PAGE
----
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Frequently Asked Questions

What is an H2O casebook?

A traditional casebook is a legal textbook for a particular area of study, containing excerpts from cases in which the law of that area was applied. An H2O casebook is a re-mixable, user-created collection of content - often including excerpted cases - that is easily shared and remixed, and is ideal for use as an online course syllabus. An H2O casebook can also be exported to a Word doc, then sent to a print-on-demand service if the professor wishes to create a hard copy of it to distribute or sell. Professors can build an H2O casebook from scratch, or copy another professor’s casebook and modify it according to their objectives. A casebook can consist of any combination of edited cases, texts, cases, and links, with professors deciding what items to include and in what order. They can also add a description/headnote for their casebook, casebook sections, and items.

How do I create a casebook?

Anyone can create a casebook by first creating an account. Once logged-in, click the “Create casebook” button, where you can select “Make a New Casebook” or, if you want to adapt an existing casebook, “Search Casebooks.” For more on creating casebooks and adding content, view the entry on creating casebooks in our user guide.

I want to use H2O to teach my class. Can you help get me going?

H2O is built to be self-service, with our user guide ( addressing most user questions, but we love to hear from professors interested in using H2O, whether to develop a new casebook from scratch or to adapt existing casebooks or syllabi. Reach out to us at!

Have Harvard professors used H2O?

Over 30 professors at Harvard Law School have used H2O for their courses since 2010, along with instructors at 35 other universities. HLS faculty who have used H2O for their courses include Profs. Jonathan Zittrain (Torts), Charles Fried (Contracts), Jeannie Suk-Gersen (Criminal Law), and more.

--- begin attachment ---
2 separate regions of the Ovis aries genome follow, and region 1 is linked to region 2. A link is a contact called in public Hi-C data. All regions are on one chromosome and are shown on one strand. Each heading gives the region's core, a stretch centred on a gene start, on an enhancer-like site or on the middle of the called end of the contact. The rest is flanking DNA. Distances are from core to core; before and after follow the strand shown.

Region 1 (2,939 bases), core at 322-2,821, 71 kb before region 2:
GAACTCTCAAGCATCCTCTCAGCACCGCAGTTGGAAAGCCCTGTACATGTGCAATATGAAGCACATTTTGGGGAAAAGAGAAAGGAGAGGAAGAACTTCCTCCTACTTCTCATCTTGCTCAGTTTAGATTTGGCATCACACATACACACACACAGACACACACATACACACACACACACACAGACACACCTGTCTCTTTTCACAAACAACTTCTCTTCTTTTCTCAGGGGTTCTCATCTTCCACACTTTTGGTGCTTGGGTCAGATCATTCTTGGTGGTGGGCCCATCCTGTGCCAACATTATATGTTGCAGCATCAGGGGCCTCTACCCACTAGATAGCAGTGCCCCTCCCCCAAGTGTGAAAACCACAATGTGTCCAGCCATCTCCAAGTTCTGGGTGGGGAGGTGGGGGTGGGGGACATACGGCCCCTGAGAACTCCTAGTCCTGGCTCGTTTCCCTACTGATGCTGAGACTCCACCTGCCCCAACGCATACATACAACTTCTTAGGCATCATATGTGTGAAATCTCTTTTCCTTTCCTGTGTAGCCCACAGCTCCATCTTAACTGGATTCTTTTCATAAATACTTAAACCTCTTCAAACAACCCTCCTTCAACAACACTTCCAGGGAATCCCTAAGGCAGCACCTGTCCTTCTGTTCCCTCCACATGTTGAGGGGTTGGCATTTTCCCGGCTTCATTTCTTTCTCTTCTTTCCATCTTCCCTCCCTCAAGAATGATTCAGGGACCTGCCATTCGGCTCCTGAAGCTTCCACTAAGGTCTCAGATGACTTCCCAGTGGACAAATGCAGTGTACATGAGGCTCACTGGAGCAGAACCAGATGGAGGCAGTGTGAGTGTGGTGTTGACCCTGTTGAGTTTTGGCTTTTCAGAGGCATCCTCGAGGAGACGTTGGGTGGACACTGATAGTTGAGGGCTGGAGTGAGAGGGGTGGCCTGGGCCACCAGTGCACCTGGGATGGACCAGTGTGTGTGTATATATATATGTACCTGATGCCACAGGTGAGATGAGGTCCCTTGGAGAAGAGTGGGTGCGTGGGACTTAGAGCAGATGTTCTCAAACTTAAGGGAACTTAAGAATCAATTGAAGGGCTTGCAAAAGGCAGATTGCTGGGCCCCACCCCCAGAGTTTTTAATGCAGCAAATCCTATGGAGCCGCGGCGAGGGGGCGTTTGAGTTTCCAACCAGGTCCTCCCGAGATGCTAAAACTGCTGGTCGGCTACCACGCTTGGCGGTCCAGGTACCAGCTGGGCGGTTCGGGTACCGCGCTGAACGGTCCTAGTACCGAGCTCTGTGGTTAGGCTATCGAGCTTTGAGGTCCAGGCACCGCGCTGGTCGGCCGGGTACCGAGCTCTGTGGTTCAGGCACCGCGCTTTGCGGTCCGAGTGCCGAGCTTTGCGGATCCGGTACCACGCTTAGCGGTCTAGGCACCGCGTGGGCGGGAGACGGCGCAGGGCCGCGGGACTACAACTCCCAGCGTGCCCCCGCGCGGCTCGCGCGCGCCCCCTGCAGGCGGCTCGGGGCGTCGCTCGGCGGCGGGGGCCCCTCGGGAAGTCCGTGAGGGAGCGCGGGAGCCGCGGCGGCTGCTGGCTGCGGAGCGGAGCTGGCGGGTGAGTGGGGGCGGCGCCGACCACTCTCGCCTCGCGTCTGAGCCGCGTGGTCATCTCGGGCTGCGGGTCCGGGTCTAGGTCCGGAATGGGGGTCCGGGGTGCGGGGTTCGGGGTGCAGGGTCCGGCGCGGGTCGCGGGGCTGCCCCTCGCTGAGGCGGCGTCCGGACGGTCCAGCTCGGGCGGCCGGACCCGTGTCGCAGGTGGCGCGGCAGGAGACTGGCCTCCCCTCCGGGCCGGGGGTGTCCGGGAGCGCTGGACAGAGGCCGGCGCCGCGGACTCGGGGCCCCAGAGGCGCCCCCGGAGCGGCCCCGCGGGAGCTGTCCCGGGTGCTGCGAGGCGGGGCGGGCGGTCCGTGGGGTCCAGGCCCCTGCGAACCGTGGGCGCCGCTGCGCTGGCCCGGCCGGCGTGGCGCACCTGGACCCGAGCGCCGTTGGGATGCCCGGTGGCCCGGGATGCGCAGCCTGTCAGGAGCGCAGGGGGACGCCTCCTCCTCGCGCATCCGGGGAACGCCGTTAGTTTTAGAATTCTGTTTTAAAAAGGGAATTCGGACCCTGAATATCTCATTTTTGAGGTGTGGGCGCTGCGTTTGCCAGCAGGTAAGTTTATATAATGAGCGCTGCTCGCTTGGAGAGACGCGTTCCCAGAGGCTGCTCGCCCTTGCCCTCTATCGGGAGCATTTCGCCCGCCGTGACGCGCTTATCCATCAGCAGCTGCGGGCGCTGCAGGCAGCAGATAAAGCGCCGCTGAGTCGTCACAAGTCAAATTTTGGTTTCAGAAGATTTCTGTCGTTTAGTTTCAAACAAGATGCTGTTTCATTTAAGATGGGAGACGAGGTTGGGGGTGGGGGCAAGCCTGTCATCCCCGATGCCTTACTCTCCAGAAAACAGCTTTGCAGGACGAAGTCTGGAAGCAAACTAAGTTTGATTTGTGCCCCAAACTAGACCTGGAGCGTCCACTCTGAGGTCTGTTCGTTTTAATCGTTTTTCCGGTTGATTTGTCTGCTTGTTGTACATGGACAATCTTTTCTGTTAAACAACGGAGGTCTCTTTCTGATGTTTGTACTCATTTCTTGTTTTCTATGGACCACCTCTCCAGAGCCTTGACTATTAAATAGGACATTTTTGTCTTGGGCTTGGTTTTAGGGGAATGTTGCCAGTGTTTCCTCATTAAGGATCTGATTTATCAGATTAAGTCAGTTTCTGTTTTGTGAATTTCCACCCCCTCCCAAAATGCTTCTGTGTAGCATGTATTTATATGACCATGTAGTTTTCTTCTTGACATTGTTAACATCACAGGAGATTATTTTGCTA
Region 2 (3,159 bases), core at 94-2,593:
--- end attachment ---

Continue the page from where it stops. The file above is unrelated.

Can I share copyrighted material in my H2O casebook?

Yes, though it must be linked to on the web, rather than uploaded directly to H2O. As content in H2O is shared under a Creative Commons 3.0 license, copyrighted material that is not compatible with that must be either directly linked to, or, when excerpted, linked to behind a firewall with access available only to those who have permission to view it.

How do I get a case that is not in the database yet?

The H2O caselaw database, which already included 2200+ cases, is now integrated with the Caselaw Access Project (CAP) database , which contains the full corpus of U.S. caselaw. When searching for a case via the Add Resource button, searching by the parties’ names will search just the cases in the H2O database. If you wish to add a case from CAP, type in the case’s citation - for example, “410 U.S. 113” – then click Search. Select the case that appears, and it will automatically be added in full to your casebook. This will also add the case to H2O’s own database.

How do I export/print a casebook or item?

To print an entire casebook, or a single item (such as an edited case or text), click the export button in the upper-right side of the screen while viewing what you wish to export or print. If there are annotations on the item, a dialogue box will appear asking whether or not you wish to include annotations. After selecting one of these, your browser will download a Word document that includes what you wished exported, which can then be printed.

What are you working on now?

We’re working to improve the speed and responsiveness of annotations, as well as exploring easy ways for instructors to import their syllabus or course outline directly to an H2O casebook. We’ve also released a “Collaborators” feature that allow admins to designate more than one user the ability to edit a single casebook. Shoot us an email at to request this for your team!

Who has supported H2O?

H2O is a project of the Library Innovation Lab at the Harvard Law School, and has received generous support over the years from the Harvard Library Lab, the Harvard Initiative for Learning and Teaching, Fastcase, and the Berkman-Klein Center for Internet and Society.